|Publication number||US7120000 B2|
|Application number||US 10/631,670|
|Publication date||Oct 10, 2006|
|Filing date||Jul 31, 2003|
|Priority date||Aug 1, 2002|
|Also published as||EP1387475A1, US20050270713|
|Publication number||10631670, 631670, US 7120000 B2, US 7120000B2, US-B2-7120000, US7120000 B2, US7120000B2|
|Inventors||Albino Pidutti, Stefano Beria|
|Original Assignee||Stmicroelectronics S.R.L.|
|Export Citation||BiBTeX, EndNote, RefMan|
|Patent Citations (7), Referenced by (2), Classifications (9), Legal Events (3)|
|External Links: USPTO, USPTO Assignment, Espacenet|
This application is based upon and claims priority from prior European Patent Application No. 02425506.9, filed on Aug. 1, 2002, the entire disclosure of which is herein incorporated by reference.
1. Field of the Invention
The present invention generally refers to a switching power supply, in particular a power factor corrector (PFC), and more particularly to a circuit for the programmable protection of output over-voltages and an integrated circuit comprising a circuit for the programmable protection against output over-voltages.
2. Description of the Prior Art
A power supply consisting of a full-wave rectifier bridge and a filter capacitor connected immediately downstream produces a non-regulated direct voltage starting from a sinusoid alternating voltage main. The capacitance of the filter capacitor is large enough that, at the leads of the capacitor, there is a relatively small ripple compared to the continuous D.C. level. The rectifier diodes of the bridge therefore will conduct only for a small portion of each half-cycle, given that the instantaneous value of the line voltage is lower than the voltage on the filter capacitor for the majority of the cycle. It follows then that the current drawn from the voltage main consists of a series of sharp pulses whose width is 5–10 times the resulting average value.
These sharp pulses present considerable consequences and shortcomings. On shortcoming is the absorption of sinusoidal current, the current absorbed from the voltage main has much greater peak and effective values and the voltage main is distorted by effect of the pulsed absorption.
In order to mitigate the consequence of sharp pulses, switching techniques are used. These switching techniques include a power factor corrector (PFC), positioned between the rectifier bridge and the filter capacitor. Using a PFC, a nearly sinusoidal current is absorbed from the voltage main, which is in phase with the voltage. This PFC moves the power factor near 1 and reducing the Total Harmonic Distortion (THD).
Usually the switching configuration called boost is used, which generates a direct voltage that is greater than the maximum voltage main peak voltage, typically 400V for systems powered with European or with universal voltage main.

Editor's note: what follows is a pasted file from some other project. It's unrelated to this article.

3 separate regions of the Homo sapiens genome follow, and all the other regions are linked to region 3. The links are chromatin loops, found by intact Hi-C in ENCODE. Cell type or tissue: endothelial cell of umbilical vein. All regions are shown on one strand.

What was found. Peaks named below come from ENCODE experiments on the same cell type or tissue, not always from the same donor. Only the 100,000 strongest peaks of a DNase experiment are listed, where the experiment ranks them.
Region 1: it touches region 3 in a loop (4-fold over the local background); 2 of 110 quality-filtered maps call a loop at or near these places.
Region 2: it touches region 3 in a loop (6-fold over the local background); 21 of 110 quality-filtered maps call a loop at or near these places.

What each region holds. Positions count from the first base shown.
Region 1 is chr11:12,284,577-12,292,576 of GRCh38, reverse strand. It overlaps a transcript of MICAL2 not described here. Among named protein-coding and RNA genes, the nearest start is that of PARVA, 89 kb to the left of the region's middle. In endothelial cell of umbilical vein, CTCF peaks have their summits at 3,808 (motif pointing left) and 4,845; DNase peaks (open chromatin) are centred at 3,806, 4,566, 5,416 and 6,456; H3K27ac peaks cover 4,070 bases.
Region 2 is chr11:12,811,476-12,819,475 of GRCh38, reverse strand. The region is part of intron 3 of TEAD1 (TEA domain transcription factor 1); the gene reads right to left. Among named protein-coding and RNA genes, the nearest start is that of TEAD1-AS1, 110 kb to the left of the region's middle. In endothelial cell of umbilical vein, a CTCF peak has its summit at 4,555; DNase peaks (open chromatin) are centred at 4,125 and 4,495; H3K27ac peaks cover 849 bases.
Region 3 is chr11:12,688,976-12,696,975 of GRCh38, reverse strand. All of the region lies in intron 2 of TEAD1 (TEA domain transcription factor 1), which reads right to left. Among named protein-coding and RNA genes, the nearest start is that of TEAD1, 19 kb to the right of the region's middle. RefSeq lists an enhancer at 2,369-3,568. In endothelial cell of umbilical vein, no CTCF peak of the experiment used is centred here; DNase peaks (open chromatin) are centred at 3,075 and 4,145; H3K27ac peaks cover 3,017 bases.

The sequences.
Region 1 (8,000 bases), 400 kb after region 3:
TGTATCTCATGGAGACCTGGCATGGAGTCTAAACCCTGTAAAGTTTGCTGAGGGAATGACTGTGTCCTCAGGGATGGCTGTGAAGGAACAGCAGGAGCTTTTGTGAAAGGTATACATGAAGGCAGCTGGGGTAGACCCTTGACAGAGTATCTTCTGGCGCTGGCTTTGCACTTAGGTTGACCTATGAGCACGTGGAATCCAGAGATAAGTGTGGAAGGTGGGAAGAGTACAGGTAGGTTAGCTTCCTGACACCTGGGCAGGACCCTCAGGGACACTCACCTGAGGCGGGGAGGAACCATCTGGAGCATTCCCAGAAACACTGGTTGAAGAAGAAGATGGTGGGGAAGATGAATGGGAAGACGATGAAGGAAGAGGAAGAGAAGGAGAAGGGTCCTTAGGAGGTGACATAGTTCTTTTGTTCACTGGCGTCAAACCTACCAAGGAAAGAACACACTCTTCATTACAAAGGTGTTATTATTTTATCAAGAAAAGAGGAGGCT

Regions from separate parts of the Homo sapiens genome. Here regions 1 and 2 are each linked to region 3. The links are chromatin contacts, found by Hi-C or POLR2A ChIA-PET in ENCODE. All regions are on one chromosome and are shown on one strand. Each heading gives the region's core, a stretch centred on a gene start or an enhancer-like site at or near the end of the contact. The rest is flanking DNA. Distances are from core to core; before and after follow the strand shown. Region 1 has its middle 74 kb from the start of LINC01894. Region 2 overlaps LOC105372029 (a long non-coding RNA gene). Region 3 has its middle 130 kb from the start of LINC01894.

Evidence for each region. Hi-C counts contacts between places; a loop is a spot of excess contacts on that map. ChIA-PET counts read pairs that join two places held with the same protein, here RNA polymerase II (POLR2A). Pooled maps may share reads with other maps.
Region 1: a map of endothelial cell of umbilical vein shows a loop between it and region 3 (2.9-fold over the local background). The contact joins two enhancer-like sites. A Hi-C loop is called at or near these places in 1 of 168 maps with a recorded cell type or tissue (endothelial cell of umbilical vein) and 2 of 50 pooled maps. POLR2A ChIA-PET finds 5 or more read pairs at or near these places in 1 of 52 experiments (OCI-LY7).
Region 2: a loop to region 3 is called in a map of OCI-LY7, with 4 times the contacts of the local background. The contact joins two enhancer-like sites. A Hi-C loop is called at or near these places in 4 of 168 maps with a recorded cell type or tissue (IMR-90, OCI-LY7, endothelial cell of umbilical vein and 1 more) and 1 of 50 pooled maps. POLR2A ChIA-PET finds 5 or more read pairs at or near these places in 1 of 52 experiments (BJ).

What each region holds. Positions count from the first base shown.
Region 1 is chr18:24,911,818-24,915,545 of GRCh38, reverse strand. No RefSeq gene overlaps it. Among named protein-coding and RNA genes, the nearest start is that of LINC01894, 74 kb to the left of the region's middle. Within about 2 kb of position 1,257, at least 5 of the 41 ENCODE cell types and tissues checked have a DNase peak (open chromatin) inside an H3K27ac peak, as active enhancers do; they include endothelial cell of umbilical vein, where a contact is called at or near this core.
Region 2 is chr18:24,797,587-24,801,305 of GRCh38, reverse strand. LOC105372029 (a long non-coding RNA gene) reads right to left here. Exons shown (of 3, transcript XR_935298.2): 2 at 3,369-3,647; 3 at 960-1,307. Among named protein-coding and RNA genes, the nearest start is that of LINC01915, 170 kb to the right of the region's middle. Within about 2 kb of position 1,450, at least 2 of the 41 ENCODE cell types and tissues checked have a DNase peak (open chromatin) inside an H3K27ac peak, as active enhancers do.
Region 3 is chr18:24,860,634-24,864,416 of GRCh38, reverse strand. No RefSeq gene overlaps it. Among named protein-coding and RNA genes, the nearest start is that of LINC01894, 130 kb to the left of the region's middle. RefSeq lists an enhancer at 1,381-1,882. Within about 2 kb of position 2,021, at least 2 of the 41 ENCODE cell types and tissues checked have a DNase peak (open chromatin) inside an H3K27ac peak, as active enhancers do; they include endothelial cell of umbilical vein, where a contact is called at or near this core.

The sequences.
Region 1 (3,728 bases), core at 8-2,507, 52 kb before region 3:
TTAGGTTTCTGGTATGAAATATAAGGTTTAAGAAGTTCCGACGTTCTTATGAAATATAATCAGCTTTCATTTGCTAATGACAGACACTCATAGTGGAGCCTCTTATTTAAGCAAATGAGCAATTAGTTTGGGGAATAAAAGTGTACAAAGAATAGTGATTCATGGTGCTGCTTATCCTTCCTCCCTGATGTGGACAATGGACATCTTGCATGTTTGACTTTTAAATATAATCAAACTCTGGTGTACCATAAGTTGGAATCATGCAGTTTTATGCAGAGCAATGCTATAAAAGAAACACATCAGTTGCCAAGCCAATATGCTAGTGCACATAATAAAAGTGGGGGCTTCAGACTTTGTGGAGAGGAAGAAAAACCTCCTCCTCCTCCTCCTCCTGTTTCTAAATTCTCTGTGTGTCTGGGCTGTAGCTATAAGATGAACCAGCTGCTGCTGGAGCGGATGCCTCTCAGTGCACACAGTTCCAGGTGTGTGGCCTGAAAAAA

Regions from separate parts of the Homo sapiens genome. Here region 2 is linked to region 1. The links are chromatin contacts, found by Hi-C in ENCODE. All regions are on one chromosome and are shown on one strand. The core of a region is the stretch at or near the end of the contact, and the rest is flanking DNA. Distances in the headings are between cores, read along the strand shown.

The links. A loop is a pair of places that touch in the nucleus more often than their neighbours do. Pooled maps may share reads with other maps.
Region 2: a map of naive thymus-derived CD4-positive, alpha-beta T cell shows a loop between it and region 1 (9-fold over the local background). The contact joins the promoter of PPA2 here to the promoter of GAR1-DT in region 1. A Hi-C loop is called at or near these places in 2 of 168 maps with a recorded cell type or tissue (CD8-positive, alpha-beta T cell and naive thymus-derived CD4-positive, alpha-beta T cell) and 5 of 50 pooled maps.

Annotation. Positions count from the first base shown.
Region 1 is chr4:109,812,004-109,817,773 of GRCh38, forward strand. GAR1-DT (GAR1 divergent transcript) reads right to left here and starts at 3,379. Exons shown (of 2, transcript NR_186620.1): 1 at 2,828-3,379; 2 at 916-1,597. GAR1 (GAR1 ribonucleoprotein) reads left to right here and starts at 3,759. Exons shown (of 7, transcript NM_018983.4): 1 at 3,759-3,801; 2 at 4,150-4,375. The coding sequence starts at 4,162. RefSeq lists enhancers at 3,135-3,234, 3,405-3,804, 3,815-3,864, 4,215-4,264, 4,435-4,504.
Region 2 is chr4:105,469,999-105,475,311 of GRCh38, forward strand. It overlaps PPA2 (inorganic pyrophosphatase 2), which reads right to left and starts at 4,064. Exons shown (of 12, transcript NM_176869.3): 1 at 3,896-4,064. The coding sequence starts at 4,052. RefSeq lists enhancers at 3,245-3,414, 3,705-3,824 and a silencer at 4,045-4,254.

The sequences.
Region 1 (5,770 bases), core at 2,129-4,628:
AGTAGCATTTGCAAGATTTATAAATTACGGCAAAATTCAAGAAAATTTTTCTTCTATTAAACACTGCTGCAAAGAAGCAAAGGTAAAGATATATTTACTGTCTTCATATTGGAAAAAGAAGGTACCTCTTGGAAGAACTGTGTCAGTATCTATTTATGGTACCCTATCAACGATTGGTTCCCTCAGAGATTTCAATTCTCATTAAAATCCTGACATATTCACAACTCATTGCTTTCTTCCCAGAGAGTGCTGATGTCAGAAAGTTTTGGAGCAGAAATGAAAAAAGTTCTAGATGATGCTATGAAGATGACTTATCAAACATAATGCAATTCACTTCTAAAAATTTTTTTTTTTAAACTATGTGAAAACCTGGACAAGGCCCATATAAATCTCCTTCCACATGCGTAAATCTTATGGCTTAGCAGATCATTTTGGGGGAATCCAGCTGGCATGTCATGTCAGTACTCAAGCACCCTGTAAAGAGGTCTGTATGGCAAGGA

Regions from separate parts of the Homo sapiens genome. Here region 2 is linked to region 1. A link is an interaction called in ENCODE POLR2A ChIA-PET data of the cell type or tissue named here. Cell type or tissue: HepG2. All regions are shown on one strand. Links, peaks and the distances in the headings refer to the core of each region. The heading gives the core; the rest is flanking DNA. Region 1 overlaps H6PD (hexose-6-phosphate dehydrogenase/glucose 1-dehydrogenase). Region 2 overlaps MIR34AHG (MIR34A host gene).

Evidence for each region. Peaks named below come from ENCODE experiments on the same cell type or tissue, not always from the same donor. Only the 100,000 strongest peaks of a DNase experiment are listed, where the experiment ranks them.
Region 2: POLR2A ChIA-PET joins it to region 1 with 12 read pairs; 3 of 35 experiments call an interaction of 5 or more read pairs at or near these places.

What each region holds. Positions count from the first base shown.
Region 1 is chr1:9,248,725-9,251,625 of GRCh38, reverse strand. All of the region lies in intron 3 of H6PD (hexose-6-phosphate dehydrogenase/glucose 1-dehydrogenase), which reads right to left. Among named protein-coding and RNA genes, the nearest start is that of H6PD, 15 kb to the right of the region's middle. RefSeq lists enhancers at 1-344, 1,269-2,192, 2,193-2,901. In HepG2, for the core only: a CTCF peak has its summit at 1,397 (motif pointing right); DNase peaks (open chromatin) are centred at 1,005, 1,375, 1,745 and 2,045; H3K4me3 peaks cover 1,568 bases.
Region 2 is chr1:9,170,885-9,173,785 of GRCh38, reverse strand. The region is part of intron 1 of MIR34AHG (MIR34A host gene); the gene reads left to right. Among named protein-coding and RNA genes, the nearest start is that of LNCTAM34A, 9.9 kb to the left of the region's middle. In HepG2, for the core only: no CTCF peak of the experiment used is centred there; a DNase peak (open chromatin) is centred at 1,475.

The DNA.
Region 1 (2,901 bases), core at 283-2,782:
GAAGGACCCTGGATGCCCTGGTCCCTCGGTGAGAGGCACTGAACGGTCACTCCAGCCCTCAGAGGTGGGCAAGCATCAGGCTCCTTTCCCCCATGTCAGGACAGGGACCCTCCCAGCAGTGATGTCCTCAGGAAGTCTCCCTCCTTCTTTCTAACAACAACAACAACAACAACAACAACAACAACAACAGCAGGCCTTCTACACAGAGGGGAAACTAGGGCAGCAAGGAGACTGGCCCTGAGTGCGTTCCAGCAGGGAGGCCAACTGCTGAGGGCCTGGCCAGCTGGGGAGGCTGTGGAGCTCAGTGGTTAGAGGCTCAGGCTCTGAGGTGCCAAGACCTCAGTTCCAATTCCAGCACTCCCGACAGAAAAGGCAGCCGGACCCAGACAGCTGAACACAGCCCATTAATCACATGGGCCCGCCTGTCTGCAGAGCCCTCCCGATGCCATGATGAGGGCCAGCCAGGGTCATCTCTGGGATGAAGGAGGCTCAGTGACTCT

The power factor corrector comprises a control loop which, starting from information relating to the output voltage (Vout), regulates the turn-on or turn-off of a power transistor whose function is substantially that of a switch.
The analysis of the control loop bandwidth shows the presence of a very low crossover frequency, a fact that inevitably leads to definitely slow controller response times.
This characteristic of the loop is however absolutely necessary to prevent the output voltage from being able to follow the sinusoidal shape of the rectified voltage main, no longer supplying, as a consequence, a nearly direct voltage.
Nevertheless, there are situations in which the reduced bandwidth is an important limit that may lead to several components of the circuit being damaged.
As an example, let us presume, that a sudden load variation occurs, such that the current requested passes, for example, from 100% to 10% or less.
For the reason given previously, the controller is not capable of adjusting in a sufficiently short time to the new operating conditions, therefore an over-voltage is generated on the output node which, if reaching too high values, could damage the discrete components of the pre-regulator stage, in particular the power transistor and the filter capacitor.
Accordingly, a need exists to overcome the problems with the prior art and to provide a protection circuit to protect against the output over-voltages
The present invention overcomes the problems with the prior art and provides a circuit for the programmable protection against output over-voltages, which enables the external power transistor to be turned off until particular preset operating conditions are reached.